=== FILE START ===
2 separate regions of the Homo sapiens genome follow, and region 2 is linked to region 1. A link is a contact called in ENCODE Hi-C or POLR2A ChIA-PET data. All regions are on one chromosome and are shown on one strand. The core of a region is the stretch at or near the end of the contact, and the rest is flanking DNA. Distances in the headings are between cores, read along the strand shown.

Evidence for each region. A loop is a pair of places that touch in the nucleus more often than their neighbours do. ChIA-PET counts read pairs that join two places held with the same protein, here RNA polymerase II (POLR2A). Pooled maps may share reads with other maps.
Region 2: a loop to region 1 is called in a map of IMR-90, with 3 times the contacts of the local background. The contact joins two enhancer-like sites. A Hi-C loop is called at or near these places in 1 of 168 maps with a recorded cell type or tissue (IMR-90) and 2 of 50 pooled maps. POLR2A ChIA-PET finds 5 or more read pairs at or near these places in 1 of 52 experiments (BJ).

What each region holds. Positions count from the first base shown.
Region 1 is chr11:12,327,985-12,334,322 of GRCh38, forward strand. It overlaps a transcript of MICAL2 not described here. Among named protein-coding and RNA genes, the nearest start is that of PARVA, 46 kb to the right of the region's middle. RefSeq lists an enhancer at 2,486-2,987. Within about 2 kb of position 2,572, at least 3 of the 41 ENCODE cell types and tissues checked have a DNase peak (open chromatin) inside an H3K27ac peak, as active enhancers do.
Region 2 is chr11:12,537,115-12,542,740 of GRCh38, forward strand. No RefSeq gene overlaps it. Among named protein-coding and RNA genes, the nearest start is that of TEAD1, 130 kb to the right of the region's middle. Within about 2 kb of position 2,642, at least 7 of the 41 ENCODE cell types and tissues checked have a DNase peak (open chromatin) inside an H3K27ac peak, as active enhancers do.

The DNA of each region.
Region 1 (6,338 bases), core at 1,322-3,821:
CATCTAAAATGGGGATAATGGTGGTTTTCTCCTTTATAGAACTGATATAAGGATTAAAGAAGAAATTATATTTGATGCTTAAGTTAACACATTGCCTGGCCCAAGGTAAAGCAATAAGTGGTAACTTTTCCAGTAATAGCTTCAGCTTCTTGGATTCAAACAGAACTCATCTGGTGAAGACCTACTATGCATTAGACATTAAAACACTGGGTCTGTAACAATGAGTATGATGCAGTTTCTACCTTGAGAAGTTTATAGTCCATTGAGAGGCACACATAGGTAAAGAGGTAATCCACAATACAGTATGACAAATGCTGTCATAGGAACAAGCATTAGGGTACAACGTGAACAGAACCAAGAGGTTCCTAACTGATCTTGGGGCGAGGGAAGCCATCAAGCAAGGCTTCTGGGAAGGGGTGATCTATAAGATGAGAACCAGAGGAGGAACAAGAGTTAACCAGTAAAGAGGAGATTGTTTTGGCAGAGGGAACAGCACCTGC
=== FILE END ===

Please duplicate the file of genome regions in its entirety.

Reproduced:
2 separate regions of the Homo sapiens genome follow, and region 2 is linked to region 1. A link is a contact called in ENCODE Hi-C or POLR2A ChIA-PET data. All regions are on one chromosome and are shown on one strand. The core of a region is the stretch at or near the end of the contact, and the rest is flanking DNA. Distances in the headings are between cores, read along the strand shown.

Evidence for each region. A loop is a pair of places that touch in the nucleus more often than their neighbours do. ChIA-PET counts read pairs that join two places held with the same protein, here RNA polymerase II (POLR2A). Pooled maps may share reads with other maps.
Region 2: a loop to region 1 is called in a map of IMR-90, with 3 times the contacts of the local background. The contact joins two enhancer-like sites. A Hi-C loop is called at or near these places in 1 of 168 maps with a recorded cell type or tissue (IMR-90) and 2 of 50 pooled maps. POLR2A ChIA-PET finds 5 or more read pairs at or near these places in 1 of 52 experiments (BJ).

What each region holds. Positions count from the first base shown.
Region 1 is chr11:12,327,985-12,334,322 of GRCh38, forward strand. It overlaps a transcript of MICAL2 not described here. Among named protein-coding and RNA genes, the nearest start is that of PARVA, 46 kb to the right of the region's middle. RefSeq lists an enhancer at 2,486-2,987. Within about 2 kb of position 2,572, at least 3 of the 41 ENCODE cell types and tissues checked have a DNase peak (open chromatin) inside an H3K27ac peak, as active enhancers do.
Region 2 is chr11:12,537,115-12,542,740 of GRCh38, forward strand. No RefSeq gene overlaps it. Among named protein-coding and RNA genes, the nearest start is that of TEAD1, 130 kb to the right of the region's middle. Within about 2 kb of position 2,642, at least 7 of the 41 ENCODE cell types and tissues checked have a DNase peak (open chromatin) inside an H3K27ac peak, as active enhancers do.

The DNA of each region.
Region 1 (6,338 bases), core at 1,322-3,821:
CATCTAAAATGGGGATAATGGTGGTTTTCTCCTTTATAGAACTGATATAAGGATTAAAGAAGAAATTATATTTGATGCTTAAGTTAACACATTGCCTGGCCCAAGGTAAAGCAATAAGTGGTAACTTTTCCAGTAATAGCTTCAGCTTCTTGGATTCAAACAGAACTCATCTGGTGAAGACCTACTATGCATTAGACATTAAAACACTGGGTCTGTAACAATGAGTATGATGCAGTTTCTACCTTGAGAAGTTTATAGTCCATTGAGAGGCACACATAGGTAAAGAGGTAATCCACAATACAGTATGACAAATGCTGTCATAGGAACAAGCATTAGGGTACAACGTGAACAGAACCAAGAGGTTCCTAACTGATCTTGGGGCGAGGGAAGCCATCAAGCAAGGCTTCTGGGAAGGGGTGATCTATAAGATGAGAACCAGAGGAGGAACAAGAGTTAACCAGTAAAGAGGAGATTGTTTTGGCAGAGGGAACAGCACCTGC